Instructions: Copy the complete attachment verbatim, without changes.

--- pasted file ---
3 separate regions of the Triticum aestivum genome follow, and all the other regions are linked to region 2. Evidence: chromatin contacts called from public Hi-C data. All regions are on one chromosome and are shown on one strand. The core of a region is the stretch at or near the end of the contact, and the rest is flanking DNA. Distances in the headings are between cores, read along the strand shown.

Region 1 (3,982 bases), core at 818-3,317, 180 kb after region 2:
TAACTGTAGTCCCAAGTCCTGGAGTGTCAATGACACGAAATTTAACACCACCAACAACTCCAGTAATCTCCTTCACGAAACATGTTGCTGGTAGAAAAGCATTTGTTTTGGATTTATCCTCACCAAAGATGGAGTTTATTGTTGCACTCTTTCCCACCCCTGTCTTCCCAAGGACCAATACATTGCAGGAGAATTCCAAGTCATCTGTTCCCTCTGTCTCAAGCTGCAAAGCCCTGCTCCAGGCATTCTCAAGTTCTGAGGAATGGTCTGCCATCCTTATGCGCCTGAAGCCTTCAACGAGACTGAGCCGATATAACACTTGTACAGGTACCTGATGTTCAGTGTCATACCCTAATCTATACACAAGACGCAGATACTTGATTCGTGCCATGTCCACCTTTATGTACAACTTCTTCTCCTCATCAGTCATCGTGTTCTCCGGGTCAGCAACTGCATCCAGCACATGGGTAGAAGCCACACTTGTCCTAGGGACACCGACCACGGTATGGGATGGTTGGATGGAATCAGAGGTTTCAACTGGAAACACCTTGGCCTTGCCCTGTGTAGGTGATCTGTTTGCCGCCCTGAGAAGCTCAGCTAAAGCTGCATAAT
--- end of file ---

3 separate regions of the Triticum aestivum genome follow, and all the other regions are linked to region 2. Evidence: chromatin contacts called from public Hi-C data. All regions are on one chromosome and are shown on one strand. The core of a region is the stretch at or near the end of the contact, and the rest is flanking DNA. Distances in the headings are between cores, read along the strand shown.

Region 1 (3,982 bases), core at 818-3,317, 180 kb after region 2:
TAACTGTAGTCCCAAGTCCTGGAGTGTCAATGACACGAAATTTAACACCACCAACAACTCCAGTAATCTCCTTCACGAAACATGTTGCTGGTAGAAAAGCATTTGTTTTGGATTTATCCTCACCAAAGATGGAGTTTATTGTTGCACTCTTTCCCACCCCTGTCTTCCCAAGGACCAATACATTGCAGGAGAATTCCAAGTCATCTGTTCCCTCTGTCTCAAGCTGCAAAGCCCTGCTCCAGGCATTCTCAAGTTCTGAGGAATGGTCTGCCATCCTTATGCGCCTGAAGCCTTCAACGAGACTGAGCCGATATAACACTTGTACAGGTACCTGATGTTCAGTGTCATACCCTAATCTATACACAAGACGCAGATACTTGATTCGTGCCATGTCCACCTTTATGTACAACTTCTTCTCCTCATCAGTCATCGTGTTCTCCGGGTCAGCAACTGCATCCAGCACATGGGTAGAAGCCACACTTGTCCTAGGGACACCGACCACGGTATGGGATGGTTGGATGGAATCAGAGGTTTCAACTGGAAACACCTTGGCCTTGCCCTGTGTAGGTGATCTGTTTGCCGCCCTGAGAAGCTCAGCTAAAGCTGCATAAT